It’s an unwritten rule that seems very strongly enforced yet never really explicitly acknowledged, much less discussed. People were shadow blacklisted by CEA from the Covid documentary they funded for being too disrespectful in their speech re: how governments have handled covid. That fits what I’d consider a taboo, something any socially savvy person would pick up on and internalize if they were around it.
Maybe this norm for open tolerance is downstream of the implications of truly considering some people to be your adversaries (which you might do if you thought delaying AI development by even an hour was a considerable moral victory, as the OP seems to). Doing so does expose you to danger. I would point out that while lc’s post analogizes their relationship with AI researchers to Isreal’s relationship with Iran. When I think of Israel’s resistance to Iran nonviolence is not the first thing that comes to mind.
I agree. I also think this is a topic that needs to be seriously considered and discussed because not doing so may leave behind a hidden hindrance to accurate collective assessment and planning for AI risks. Because contrary to our conceits and aspirations, our judgements aren’t at all immune to the sway of biases, flawed assumptions, and human emotions. I’m not sure how to put this, but people on this forum don’t come off as very worldly, if that makes sense. A lot of people are in technical professions where understanding of political realities seem to be lacking. The US and China stand to be the two major drivers of AI development in the next decades. Increasingly they don’t see eye to eye, and an arm-race dynamic might develop. So I feel there’s been a lot of focus on the technical/theoretical side of things, but not enough concern over the practical side of development, the geopolitical implications, and all that might entail.
FYI, I thought this sort of idea was an obvious one, and I’ve been continuously surprised that it didn’t have more discussion. I don’t feel inhibited and am sort of surprised you are.
(I do think there’s a lot of ways to do this badly, with costs on the overall coordination-commons, so, maybe I feel somewhat inhibited from actually going off to do the thing. But I don’t feel inhibited from brainstorming potential ways to address the costs and thinking about how to do it)
(kinda intrigued by the notion of there being dark-matter taboos)
OK! Well, I can’t speak for everyone’s experiences, only my own. I don’t think this subject should be taboo and I’m glad people are talking more about it now.
I feel similarly.
I also find it somewhat taboo but not so much that I haven’t wondered about it.
You’re right that it’s not actually taboo. Shouldn’t have used that word. Just seemed so far like I got a lot of weird resistance when I brought it up.
My experience agrees with yours. I thought “taboo” was a bit strong, but I immediately got what you meant and nodded along.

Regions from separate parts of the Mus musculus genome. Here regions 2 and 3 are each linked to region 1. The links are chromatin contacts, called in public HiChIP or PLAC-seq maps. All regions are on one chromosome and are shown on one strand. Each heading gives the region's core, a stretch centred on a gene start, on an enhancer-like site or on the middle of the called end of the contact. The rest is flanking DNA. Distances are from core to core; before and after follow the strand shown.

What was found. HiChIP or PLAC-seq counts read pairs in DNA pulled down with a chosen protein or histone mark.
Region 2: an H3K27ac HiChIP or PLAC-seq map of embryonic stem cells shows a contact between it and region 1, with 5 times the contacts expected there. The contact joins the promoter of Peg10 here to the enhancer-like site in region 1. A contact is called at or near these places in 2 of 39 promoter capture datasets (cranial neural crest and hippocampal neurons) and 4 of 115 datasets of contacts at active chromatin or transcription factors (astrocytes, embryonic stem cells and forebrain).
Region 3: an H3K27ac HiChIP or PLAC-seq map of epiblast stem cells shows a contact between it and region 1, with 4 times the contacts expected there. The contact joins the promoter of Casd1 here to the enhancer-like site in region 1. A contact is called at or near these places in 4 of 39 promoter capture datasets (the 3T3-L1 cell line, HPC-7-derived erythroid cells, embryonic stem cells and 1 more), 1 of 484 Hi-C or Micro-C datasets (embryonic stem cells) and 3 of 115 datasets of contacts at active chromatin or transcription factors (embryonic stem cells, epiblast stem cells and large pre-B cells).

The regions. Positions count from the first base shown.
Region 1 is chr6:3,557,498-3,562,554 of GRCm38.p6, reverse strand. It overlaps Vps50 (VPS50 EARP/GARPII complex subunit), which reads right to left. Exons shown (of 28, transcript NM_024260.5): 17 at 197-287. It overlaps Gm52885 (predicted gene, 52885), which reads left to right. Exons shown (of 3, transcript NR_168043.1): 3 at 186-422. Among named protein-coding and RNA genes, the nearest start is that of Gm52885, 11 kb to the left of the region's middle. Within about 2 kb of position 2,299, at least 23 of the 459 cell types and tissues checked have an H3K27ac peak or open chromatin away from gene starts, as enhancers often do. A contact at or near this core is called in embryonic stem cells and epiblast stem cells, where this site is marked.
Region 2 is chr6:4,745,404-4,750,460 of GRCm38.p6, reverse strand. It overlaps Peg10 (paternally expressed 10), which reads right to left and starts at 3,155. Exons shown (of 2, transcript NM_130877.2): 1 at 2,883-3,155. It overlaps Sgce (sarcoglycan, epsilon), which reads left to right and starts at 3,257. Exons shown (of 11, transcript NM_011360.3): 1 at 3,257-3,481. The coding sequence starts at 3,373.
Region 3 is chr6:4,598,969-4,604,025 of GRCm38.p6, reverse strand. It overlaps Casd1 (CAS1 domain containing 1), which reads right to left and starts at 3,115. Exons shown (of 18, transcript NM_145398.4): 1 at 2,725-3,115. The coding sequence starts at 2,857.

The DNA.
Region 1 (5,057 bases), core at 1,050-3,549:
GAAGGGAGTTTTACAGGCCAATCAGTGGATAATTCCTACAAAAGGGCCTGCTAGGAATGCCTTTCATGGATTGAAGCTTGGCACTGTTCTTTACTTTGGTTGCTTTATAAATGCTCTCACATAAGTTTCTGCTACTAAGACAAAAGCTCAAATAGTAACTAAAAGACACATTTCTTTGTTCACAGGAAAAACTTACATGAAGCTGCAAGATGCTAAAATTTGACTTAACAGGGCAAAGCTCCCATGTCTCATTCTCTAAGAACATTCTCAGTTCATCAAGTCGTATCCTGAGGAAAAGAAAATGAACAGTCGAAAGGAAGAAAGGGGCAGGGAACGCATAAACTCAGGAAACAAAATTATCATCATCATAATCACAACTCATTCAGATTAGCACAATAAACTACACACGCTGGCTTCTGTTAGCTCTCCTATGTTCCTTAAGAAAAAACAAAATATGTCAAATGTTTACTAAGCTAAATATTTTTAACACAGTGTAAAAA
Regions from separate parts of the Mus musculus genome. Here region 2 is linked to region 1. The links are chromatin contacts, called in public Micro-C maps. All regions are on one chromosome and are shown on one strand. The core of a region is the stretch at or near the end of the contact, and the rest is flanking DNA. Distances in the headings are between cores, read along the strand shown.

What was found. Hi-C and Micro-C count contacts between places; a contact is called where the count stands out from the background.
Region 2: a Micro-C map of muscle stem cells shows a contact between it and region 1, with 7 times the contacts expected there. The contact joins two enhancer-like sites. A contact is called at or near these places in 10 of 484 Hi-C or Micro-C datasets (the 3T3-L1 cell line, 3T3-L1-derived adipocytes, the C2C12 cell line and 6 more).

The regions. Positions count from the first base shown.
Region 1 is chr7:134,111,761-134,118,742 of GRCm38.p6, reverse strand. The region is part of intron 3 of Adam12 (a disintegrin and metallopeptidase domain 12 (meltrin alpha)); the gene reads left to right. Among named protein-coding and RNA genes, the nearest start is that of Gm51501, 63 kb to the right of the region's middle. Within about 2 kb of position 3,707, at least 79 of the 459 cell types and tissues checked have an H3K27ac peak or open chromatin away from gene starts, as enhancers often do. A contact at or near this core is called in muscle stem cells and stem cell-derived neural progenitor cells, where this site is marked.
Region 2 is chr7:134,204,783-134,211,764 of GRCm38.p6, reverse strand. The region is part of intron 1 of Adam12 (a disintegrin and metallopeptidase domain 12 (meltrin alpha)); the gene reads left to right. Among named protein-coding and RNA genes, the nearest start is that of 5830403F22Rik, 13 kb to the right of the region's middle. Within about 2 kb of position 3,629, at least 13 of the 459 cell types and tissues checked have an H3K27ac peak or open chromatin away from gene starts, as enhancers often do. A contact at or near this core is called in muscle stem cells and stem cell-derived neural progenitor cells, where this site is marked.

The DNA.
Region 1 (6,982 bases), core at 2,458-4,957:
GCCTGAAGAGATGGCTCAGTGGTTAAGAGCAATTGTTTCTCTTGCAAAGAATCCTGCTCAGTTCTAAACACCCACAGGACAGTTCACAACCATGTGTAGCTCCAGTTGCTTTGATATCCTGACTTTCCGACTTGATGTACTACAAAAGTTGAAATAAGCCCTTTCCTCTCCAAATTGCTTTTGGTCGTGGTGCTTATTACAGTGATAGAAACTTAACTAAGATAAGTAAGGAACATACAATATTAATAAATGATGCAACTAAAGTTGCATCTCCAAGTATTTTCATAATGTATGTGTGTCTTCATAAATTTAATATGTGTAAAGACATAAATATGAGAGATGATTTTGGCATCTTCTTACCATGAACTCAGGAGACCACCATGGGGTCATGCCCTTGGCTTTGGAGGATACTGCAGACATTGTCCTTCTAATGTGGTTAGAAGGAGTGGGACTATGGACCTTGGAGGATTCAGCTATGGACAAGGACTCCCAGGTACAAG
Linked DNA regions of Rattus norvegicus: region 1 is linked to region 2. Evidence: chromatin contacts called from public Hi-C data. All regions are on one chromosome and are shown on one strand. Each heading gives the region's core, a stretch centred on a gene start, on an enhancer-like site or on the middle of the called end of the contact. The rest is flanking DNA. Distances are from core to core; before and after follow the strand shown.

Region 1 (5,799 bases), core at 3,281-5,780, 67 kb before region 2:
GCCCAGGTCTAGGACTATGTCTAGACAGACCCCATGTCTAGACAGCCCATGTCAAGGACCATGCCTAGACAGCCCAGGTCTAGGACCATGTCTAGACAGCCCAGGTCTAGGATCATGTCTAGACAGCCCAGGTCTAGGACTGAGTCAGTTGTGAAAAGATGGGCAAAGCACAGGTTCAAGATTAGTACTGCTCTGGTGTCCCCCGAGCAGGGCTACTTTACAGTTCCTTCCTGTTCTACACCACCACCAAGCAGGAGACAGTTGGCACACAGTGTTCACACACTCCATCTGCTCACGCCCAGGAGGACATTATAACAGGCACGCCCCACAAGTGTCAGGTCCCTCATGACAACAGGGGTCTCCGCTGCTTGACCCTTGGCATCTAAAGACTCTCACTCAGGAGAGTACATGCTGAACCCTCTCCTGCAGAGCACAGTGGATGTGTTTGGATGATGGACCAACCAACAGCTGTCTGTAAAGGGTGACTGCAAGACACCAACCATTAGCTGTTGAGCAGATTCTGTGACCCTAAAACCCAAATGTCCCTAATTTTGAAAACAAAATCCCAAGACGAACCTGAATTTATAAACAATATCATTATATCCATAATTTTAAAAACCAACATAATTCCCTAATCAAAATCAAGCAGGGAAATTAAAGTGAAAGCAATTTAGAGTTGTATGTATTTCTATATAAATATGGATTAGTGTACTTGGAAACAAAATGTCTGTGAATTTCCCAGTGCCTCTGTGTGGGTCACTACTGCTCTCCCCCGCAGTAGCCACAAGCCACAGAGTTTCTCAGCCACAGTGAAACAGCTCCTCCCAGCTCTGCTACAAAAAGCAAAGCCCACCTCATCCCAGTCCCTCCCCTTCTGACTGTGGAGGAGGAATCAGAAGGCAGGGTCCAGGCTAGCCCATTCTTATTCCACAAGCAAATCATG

Daniel, why did you argue against it and what changed your mind?
The main argument I made was: It’s already very hard to get governments and industry to meaningfully limit fossil fuel emissions, even though the relevant scientists (climatologists etc.) are near-unanimous about the long-term negative consequences. Imagine how much harder it would be if there wasn’t a separate field of climatology, and instead the only acknowledged experts on the long-term effects of fossil fuels were… petroleum industry engineers and executives! That’s the situation with AGI risk. We could create a separate field of AI risk studies, but even better would be to convince the people in the industry to take the risk seriously. Then our position would be *better* than the situation with climate change, not worse. How do we do this? Well, we do this by *not antagonizing the industry*. So don’t call for bans, at least not yet.
The two arguments that changed my mind:
(a) We are running out of time. My timelines dropped from median 2040ish to median 2030ish.
(b) I had assumed that banning or slowing down AGI research would be easier the closer we get to AGI, because people would “wake up” to the danger after seeing compelling demonstrations and warning shots etc. However I am now unsure; there’s plausibly a “whirlpool effect” where the closer you get to AGI the more everyone starts racing towards it and the harder it is to stop. Maybe the easiest time to ban it or slow it down is 10 years, even 20 years, before takeoff. (Compare to genetically engineered superbabies. Research into making them was restricted and slowed down decades before it became possible to do it, as far as I can tell.)
Ah, OK, that all sounds pretty sensible. I think ‘this sort of thinking’ is doing a lot of work here. I agree that sponsoring mobs to picket DeepMind HQ is just silly and will probably make things harder. I think buttonholing DeepMind people and government people and trying to convince them of the dangers of what they’re doing is something we should have been doing all along.
I got the impression that the late Dominic Cummings was on our side just organically without anyone needing to persuade him, in fact I seem to remember Boris Johnson saying something silly about terminators just before the covid kerfuffle broke out. It may not be too hard to convince people.